Rovers will carry in the new season around £1million of debt accrued since the start of the pandemic.
But chief executive Gavin Baldwin told the Free Press the playing budget is on course to be increased by 23% and back to pre pandemic levels
It has been the positive response with season ticket sales that has given the Rovers board renewed confidence of their financial position, with more than 1,500 supporters already purchasing within the first week of sale, though Baldwin admits there could be more tough times ahead.
Online sales of season memberships were strong while there were queues outside the Keepmoat ticket office on Monday as in-person purchases began.
“We’ve carried a £1million worth of debt into this year from last year,” Baldwin said.
“That is down to HMRC liabilities, player wage deferrals, the EFL loan debt, etc. We have got just over £800,000 of HMRC debt to carry into next year. That’s on top of our normal debt that we’d have in 12 months.
“We’ve got a plan for covering that and the owners act as a backstop to that, which they’ve been incredible with.
“But if we had that debt and then a bad period with season ticket refunds and renewals, it would really, really hurt us.
“I am so pleased that season tickets have been doing so well so far because it’s given us the ability to plan for next season and do optimistically rather than being cautious.”
The playing budget is currently projected and could drop if season membership sales slow below expected levels or there are a large amount of requests for refunds from last year’s unused tickets.
The latest recruitment meeting will also take place this week with boss Richie Wellens presenting his case for the next wave of player acquisitions having secured his initial targets.
Baldwin remains confident that the budget available to the Rovers boss will remain at the top projected level through the summer.
“If season tickets hadn’t gone well and talks with commercial partners hadn’t go ne well, the decision would have been with the owners to either rein it in or plug bigger gaps,” Baldwin said.
“The fact that season tickets have gone so well means we’re really optimistic that we can stick with the top amount.
“I spoke to three chief executives last week and because of the fact this year is harder than last financially in theory due to accruing the debts, their playing budgets have gone the other way.
“The fact ours has gone up makes it relatively bigger than the amount it has gone up.
“We have been nervous about season tickets but we’ve been really pleased with the response.”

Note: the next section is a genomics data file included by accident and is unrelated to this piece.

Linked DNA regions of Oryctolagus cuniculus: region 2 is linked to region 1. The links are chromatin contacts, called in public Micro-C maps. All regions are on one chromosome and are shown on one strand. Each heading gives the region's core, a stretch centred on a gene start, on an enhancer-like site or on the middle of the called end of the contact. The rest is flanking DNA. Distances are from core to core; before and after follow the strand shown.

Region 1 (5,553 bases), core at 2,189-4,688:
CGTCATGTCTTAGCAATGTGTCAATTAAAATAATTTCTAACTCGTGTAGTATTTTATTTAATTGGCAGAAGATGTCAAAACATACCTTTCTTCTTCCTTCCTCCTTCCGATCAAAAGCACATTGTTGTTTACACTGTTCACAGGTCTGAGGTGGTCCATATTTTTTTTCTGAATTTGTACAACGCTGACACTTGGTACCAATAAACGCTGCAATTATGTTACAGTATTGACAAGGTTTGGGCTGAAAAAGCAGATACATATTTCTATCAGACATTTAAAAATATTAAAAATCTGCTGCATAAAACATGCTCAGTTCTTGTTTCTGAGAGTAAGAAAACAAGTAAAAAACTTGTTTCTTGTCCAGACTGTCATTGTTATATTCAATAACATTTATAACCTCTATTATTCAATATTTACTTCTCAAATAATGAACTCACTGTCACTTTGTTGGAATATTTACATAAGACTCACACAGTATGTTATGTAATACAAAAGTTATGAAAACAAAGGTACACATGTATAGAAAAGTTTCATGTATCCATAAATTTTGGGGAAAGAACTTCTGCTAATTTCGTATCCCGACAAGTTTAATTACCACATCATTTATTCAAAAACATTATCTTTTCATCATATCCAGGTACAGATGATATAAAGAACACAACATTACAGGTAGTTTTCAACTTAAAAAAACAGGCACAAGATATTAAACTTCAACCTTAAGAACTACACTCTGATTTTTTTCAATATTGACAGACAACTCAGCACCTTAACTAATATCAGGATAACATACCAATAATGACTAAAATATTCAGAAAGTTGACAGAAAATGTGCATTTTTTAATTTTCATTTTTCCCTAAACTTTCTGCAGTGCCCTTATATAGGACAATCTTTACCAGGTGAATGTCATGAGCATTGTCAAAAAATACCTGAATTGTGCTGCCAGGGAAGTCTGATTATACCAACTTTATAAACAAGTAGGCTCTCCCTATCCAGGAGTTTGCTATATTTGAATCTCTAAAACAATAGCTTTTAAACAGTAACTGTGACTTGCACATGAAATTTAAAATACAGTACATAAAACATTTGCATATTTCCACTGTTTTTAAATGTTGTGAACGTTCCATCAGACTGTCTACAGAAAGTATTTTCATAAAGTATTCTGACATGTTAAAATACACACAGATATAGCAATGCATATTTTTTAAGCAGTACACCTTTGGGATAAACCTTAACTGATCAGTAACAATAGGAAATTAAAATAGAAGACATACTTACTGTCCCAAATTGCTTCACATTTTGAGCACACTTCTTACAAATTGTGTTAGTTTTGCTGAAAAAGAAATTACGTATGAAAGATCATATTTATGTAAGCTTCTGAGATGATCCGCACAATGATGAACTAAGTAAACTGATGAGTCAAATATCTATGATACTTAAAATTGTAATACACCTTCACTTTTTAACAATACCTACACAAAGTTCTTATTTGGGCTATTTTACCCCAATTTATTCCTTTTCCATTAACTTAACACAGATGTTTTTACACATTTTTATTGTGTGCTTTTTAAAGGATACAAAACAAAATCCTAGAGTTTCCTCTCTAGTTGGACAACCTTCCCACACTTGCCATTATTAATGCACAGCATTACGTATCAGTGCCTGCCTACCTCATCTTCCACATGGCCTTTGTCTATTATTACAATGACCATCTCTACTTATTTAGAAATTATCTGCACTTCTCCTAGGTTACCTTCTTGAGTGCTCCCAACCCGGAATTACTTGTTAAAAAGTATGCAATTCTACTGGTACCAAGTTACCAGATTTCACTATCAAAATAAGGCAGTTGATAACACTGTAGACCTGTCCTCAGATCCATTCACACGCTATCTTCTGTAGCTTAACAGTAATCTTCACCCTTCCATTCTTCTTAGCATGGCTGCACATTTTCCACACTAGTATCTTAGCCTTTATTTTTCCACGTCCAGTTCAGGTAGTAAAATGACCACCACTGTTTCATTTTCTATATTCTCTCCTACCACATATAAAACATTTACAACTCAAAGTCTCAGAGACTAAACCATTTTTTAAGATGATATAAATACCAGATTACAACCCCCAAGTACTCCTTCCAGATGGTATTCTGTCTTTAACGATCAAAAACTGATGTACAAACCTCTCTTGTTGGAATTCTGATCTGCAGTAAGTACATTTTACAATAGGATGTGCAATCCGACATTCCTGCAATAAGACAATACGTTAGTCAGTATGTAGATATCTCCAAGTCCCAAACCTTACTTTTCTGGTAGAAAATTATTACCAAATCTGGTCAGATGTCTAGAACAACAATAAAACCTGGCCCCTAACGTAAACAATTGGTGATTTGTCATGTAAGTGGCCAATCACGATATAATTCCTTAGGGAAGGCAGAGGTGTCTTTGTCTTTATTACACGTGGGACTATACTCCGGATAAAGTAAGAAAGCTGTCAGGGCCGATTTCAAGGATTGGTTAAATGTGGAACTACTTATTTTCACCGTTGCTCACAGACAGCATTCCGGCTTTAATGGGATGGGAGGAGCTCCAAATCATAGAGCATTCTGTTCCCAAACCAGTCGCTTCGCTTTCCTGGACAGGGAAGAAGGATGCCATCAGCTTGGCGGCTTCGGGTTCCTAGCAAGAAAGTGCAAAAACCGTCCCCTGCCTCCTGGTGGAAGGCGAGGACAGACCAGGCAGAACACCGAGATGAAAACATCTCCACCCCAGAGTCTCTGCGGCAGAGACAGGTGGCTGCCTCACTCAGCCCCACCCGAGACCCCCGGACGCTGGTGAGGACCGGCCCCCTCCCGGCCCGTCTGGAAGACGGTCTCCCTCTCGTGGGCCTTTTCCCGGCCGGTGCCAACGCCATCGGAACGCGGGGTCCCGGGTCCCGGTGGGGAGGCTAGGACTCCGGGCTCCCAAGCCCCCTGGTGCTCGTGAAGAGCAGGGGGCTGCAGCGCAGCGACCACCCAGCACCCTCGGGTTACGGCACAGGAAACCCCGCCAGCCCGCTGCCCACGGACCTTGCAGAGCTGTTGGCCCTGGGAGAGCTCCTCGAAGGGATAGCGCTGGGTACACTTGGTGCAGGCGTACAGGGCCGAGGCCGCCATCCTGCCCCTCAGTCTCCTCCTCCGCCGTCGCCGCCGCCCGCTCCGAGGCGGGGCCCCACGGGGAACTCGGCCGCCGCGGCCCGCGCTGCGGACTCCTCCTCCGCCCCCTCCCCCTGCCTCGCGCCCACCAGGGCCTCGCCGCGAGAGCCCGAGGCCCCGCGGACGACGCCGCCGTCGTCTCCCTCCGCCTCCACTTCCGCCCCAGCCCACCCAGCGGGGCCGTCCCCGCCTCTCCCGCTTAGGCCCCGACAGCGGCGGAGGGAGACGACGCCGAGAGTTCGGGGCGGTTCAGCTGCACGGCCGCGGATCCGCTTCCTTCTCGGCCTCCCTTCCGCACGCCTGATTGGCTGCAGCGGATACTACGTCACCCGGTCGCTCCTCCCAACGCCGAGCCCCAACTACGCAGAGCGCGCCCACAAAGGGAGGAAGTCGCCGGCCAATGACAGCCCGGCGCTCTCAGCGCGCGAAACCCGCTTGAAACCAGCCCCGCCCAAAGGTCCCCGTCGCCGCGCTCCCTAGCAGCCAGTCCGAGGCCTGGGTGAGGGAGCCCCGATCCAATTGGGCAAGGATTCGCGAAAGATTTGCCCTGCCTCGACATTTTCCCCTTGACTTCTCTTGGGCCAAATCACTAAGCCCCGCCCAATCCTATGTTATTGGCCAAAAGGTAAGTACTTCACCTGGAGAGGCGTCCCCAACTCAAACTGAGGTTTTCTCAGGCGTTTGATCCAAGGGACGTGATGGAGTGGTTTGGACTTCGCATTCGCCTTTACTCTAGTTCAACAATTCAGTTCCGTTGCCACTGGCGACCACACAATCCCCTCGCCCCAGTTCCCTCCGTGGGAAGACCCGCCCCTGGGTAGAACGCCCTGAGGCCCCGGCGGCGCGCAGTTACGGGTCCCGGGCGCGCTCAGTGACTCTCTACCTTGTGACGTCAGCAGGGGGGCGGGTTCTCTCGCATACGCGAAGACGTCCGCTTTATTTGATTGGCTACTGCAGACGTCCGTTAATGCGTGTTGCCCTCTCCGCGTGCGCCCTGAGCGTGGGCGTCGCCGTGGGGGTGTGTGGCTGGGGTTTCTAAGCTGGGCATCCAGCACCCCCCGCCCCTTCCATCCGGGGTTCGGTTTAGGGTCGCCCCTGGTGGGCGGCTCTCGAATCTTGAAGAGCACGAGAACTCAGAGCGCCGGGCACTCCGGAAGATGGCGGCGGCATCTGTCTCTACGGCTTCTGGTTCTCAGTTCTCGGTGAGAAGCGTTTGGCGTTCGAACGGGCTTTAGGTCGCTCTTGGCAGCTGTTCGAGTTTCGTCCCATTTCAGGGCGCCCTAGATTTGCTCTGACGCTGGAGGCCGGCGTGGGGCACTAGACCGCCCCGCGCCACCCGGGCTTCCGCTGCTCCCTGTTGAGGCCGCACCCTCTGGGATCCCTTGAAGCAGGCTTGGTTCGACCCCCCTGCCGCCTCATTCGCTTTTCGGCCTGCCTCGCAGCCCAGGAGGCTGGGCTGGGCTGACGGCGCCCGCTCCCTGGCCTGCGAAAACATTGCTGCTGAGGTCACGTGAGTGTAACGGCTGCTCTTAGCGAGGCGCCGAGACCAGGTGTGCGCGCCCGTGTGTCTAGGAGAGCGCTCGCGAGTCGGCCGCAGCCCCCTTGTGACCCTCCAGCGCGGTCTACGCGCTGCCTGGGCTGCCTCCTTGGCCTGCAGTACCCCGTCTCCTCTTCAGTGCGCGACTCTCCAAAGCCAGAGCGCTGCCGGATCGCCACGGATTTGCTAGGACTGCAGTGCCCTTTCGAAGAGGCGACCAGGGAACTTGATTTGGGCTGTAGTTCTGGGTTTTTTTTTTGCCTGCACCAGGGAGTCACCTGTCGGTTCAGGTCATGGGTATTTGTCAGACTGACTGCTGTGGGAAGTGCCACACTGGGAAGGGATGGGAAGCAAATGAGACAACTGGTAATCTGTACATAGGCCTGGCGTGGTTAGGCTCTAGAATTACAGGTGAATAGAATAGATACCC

Coffers have also been boosted by the ability for Club Doncaster as an organisation to return to something much closer to normal trade following the lockdown.
The reopening of the soccer centre and gym, plus the return of events such as the weekly car boot sale have bolstered incomes alongside the use of the Keepmoat site by various NHS services including a Covid vaccination centre.
Extra funds put in by the Rovers owners to help the club through the pandemic were also written off by being converted to shares before the end of the financial year, further reducing the potential for a debt burden.
Baldwin said: “The wider Club Doncaster is generating significant funds again on an on-going basis.
“Therefore, if we do not end up in another lockdown and Club Doncaster can continue to generate funds, those debts will be in the cashflow.
“The owners have always said to us they will act as the backstop and will cover the gaps. But they also want, quite rightly, for Club Doncaster to work hard to try to cover as much of the debt as possible.
“The big fear for us was that season tickets would not go well and the commercial conversations would not go well but we’re really optimistic after the first stages of season ticket sales.
“The financial status of the club is significantly improved because Club Doncaster wrote off any loans and converted into shares that DRFC had. That’s effectively the owners writing off their loans and that was high seven figures.
“The financial status has never been better and cash flow, we’ve got a plan for next year.
“Next year will be tougher because we won’t have government support and we’re carrying debt forward.
“But that is where we’re really fortunate that we have revenues outside football that can support those and have enabled us to be optimistic with the playing budget.
“And we’re aware of some clubs that cannot be as optimistic and are reining it in from last year.”
The Rovers chief executive believes clubs will not be clear for some time of financial worries arising from the pandemic and some will face a variety of restrictions and challenges as they look to navigate through the coming years.
“Some clubs I’m sure will struggle to deal with that,” he said.
“If you don’t clear the HMRC debt, they will obviously pursue you but you will also end up with a transfer embargo.
“You can see the implications that will happen through football.
“We have that within our cashflow and we have revenues coming in that will cover it.
“It’s going to be tough for us and it will be tough for other clubs.”